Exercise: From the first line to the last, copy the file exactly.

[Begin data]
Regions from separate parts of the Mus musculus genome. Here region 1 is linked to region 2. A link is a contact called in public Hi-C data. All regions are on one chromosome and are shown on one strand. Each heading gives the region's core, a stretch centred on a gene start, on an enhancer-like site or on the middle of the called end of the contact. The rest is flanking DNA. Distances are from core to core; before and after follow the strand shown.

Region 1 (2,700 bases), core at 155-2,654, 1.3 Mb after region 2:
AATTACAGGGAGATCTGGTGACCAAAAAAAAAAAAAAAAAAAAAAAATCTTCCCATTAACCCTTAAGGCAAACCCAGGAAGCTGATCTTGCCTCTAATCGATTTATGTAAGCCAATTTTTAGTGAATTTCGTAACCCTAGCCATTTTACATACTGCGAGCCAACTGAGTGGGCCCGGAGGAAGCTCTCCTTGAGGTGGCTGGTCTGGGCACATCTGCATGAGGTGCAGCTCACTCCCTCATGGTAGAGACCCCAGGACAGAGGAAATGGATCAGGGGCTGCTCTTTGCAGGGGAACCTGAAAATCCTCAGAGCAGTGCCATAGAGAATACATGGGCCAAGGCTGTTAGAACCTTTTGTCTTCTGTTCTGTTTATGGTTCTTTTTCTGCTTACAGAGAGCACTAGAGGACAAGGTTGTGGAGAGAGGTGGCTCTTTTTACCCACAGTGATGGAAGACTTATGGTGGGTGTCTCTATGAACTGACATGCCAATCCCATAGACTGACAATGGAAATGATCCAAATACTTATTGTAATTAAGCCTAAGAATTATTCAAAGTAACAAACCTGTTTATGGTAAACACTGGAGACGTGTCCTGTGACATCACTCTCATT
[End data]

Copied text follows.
Regions from separate parts of the Mus musculus genome. Here region 1 is linked to region 2. A link is a contact called in public Hi-C data. All regions are on one chromosome and are shown on one strand. Each heading gives the region's core, a stretch centred on a gene start, on an enhancer-like site or on the middle of the called end of the contact. The rest is flanking DNA. Distances are from core to core; before and after follow the strand shown.

Region 1 (2,700 bases), core at 155-2,654, 1.3 Mb after region 2:
AATTACAGGGAGATCTGGTGACCAAAAAAAAAAAAAAAAAAAAAAAATCTTCCCATTAACCCTTAAGGCAAACCCAGGAAGCTGATCTTGCCTCTAATCGATTTATGTAAGCCAATTTTTAGTGAATTTCGTAACCCTAGCCATTTTACATACTGCGAGCCAACTGAGTGGGCCCGGAGGAAGCTCTCCTTGAGGTGGCTGGTCTGGGCACATCTGCATGAGGTGCAGCTCACTCCCTCATGGTAGAGACCCCAGGACAGAGGAAATGGATCAGGGGCTGCTCTTTGCAGGGGAACCTGAAAATCCTCAGAGCAGTGCCATAGAGAATACATGGGCCAAGGCTGTTAGAACCTTTTGTCTTCTGTTCTGTTTATGGTTCTTTTTCTGCTTACAGAGAGCACTAGAGGACAAGGTTGTGGAGAGAGGTGGCTCTTTTTACCCACAGTGATGGAAGACTTATGGTGGGTGTCTCTATGAACTGACATGCCAATCCCATAGACTGACAATGGAAATGATCCAAATACTTATTGTAATTAAGCCTAAGAATTATTCAAAGTAACAAACCTGTTTATGGTAAACACTGGAGACGTGTCCTGTGACATCACTCTCATT